Should we do phoneme awareness activities without letters?19 Replies
If you subscribe to Developmental Disorders of Language and Literacy (DDOLL) emails, you’ll know there’s been a recent storm of professional discussion about whether it’s a waste of time doing phonemic awareness activities without letters.
The strong consensus is that it’s preferable to use letters/spellings when working on phonemic awareness (though it then also becomes a phonics activity). This has been clear for a long time. I recently reread Diane McGuinness’s classic 2004 book Early Reading Instruction: What Science Really Tells Us About How To Teach Reading, which says:
One of the most consistent findings in the literature…and evident in the NRP’s meta-analysis, is that when phoneme-awareness training is meshed with teaching letter-sound correspondences, this has a much stronger impact on reading and spelling than training in the auditory mode alone.”
p 166. the NRP is the 2000 US National Reading Panel, which did a huge review of scientific evidence on how to teach reading).
My favourite activity for teaching phonemic awareness is building and changing words/creating word sequences using my moveable alphabet. Here’s how I use it:
However, Diane McGuinness doesn’t say phonemic awareness activities without letters are a complete waste of time, and nor did the NRP.
While waiting outside a hall, pool or at a bus stop, is it worth doing a few oral-only Equipped for Reading Success or Heggerty deletions/manipulations if you have a photocopy of relevant ones in your bag, or a screenshot on your phone? Could you play I Spy Blending, using phoneme strings as clues instead of first letter names, while going for a walk, like this?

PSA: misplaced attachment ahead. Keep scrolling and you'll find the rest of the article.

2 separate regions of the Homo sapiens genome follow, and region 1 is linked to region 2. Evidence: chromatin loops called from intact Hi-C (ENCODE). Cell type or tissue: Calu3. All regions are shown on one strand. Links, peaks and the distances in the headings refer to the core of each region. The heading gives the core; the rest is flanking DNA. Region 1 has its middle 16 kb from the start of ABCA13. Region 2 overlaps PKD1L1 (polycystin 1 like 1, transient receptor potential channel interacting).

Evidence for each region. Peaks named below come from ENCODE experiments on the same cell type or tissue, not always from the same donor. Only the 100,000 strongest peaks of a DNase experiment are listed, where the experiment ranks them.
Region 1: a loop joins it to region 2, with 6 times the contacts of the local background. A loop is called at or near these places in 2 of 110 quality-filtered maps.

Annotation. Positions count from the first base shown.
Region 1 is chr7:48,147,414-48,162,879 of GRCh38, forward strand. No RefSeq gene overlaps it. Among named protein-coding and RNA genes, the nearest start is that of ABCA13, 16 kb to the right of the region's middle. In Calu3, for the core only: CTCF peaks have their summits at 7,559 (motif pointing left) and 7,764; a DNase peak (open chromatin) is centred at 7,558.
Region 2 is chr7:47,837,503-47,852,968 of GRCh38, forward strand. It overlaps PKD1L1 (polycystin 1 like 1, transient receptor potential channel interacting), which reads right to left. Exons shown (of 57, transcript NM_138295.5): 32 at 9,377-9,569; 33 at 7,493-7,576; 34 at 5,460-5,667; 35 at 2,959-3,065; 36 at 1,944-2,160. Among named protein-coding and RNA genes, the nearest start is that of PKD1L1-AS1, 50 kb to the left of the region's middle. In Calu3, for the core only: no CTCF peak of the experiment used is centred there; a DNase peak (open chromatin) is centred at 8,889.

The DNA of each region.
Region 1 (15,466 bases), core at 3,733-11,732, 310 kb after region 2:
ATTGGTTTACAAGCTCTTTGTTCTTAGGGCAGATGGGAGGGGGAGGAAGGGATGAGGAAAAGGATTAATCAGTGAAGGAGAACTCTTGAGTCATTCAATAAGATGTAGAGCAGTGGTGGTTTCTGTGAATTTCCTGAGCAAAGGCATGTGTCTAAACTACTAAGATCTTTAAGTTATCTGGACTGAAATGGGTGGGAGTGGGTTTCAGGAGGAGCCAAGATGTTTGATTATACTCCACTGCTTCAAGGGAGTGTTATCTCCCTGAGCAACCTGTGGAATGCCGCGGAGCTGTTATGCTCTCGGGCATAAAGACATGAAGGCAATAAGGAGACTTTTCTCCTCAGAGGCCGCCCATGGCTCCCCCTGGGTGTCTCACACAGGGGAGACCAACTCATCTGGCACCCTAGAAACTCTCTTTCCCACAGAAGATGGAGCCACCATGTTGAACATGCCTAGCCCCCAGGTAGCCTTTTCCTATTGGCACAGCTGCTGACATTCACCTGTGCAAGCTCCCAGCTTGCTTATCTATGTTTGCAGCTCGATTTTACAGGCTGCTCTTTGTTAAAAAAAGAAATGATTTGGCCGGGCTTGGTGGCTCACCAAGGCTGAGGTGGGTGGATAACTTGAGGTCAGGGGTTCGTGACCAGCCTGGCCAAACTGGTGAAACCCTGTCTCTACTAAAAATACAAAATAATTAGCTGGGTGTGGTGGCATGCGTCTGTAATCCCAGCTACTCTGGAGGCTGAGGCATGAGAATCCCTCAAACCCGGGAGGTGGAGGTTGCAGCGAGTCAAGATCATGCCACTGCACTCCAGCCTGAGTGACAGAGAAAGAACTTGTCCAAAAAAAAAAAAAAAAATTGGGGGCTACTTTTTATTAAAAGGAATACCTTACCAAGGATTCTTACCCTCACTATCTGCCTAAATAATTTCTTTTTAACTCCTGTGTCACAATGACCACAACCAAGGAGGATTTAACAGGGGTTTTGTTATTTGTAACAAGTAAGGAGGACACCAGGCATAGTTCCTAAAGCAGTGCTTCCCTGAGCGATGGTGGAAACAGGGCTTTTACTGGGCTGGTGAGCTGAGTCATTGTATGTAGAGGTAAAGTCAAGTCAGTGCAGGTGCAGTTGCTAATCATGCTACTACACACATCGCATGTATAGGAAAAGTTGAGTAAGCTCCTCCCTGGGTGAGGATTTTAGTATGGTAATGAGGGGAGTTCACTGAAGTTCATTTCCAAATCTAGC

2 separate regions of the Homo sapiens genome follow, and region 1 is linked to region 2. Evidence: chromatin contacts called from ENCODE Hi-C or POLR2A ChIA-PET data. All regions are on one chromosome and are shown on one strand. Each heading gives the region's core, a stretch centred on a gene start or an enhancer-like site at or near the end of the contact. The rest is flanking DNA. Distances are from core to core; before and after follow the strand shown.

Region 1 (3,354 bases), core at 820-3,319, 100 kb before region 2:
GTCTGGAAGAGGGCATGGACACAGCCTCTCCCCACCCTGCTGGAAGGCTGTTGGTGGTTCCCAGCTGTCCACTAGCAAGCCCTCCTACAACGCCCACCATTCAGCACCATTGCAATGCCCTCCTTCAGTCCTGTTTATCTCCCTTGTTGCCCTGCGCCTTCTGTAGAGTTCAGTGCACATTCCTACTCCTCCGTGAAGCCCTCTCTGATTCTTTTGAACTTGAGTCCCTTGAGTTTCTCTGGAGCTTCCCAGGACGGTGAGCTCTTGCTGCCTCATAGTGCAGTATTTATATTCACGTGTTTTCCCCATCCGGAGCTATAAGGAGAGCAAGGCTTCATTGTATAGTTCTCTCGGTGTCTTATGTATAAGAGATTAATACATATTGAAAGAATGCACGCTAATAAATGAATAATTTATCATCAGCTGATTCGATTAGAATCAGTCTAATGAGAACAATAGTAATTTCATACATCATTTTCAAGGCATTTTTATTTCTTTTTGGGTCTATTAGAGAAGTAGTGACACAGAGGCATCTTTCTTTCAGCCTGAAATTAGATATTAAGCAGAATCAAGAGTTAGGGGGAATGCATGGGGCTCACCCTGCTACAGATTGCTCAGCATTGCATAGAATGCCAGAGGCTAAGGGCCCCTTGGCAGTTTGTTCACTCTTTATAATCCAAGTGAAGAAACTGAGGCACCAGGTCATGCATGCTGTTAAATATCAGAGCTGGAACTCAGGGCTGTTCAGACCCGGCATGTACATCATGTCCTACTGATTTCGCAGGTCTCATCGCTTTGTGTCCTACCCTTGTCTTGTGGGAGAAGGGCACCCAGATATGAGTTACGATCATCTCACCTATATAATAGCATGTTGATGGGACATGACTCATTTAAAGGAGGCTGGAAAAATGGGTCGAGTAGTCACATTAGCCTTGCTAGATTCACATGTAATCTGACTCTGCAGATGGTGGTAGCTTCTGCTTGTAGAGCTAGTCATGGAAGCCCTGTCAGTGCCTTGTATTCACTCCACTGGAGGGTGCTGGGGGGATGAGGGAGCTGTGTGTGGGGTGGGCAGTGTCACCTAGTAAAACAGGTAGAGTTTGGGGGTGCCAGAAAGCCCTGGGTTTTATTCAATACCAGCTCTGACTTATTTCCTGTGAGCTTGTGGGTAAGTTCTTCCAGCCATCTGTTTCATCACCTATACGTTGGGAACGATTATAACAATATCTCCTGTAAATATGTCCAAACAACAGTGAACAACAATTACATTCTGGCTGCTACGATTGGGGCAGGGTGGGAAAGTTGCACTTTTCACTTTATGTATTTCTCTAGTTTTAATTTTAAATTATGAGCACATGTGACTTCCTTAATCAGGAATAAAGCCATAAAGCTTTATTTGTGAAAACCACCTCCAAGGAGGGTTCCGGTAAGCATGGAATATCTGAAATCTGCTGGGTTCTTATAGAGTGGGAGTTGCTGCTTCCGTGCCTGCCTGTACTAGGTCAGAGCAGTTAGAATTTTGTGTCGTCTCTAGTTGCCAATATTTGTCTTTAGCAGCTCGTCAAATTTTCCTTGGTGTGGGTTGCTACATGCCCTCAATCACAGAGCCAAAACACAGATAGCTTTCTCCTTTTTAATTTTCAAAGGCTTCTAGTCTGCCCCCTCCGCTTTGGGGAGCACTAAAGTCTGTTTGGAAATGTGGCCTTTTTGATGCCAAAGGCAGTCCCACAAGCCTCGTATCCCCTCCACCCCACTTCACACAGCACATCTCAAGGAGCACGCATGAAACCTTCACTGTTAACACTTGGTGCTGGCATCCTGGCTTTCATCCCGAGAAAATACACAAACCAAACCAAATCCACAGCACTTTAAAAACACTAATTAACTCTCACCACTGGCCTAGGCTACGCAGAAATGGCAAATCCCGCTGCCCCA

I’d love adults and four-year-olds to play I Spy Blending while travelling, waiting, doing mundane housework or otherwise needing something to amuse themselves. The adult would ask all the questions and stick to words with just two or three sounds before introducing longer words. Once a child is proficient at answering (blending), they might like to try asking some questions (segmenting), perhaps on a team with an adult at first.
Imagine if most children arrived at school knowing how to play this game, and could take turns to both ask and answer. That would be a sign that they had already nailed the two most basic phonemic awareness skills: blending and segmenting. They’d be perfectly positioned to learn how sounds in spoken words are written using letters.
It’s important to remember that different approaches can work for different groups. While Diane McGuinness was adamant that there’s no benefit in adding oral phonemic awareness activities to a good linguistic phonics program for mainstream learners, she did see a role for these activities in intervention, using tokens/tiles:
There is, however, a good argument for special training in phoneme awareness in the clinic. Poor readers have extremely maladaptive decoding strategies, guessing whole words from first letters only, assembling little word parts into something like a word, or refusing to read altogether. An ineffective decoding strategy leads to habits that can be hard to break. It is almost a given that these children (or adults) have few or no phoneme-analysis skills. Because print can be aversive, causing anxiety and even panic, initial phoneme-awareness training is more effective in the auditory mode than using blank tiles. A three-step process is necessary: developing phoneme awareness with blank markers, learning phoneme-grapheme correspondences, and reading simple (easily decodable) text.
McGuinness, Diane (2004) Early Reading Instruction: What Science Really Tells Us About How To Teach Reading, MIT Press, Cambridge, Massachusetts and London, England, p 328.
More research on this would be very interesting and valuable.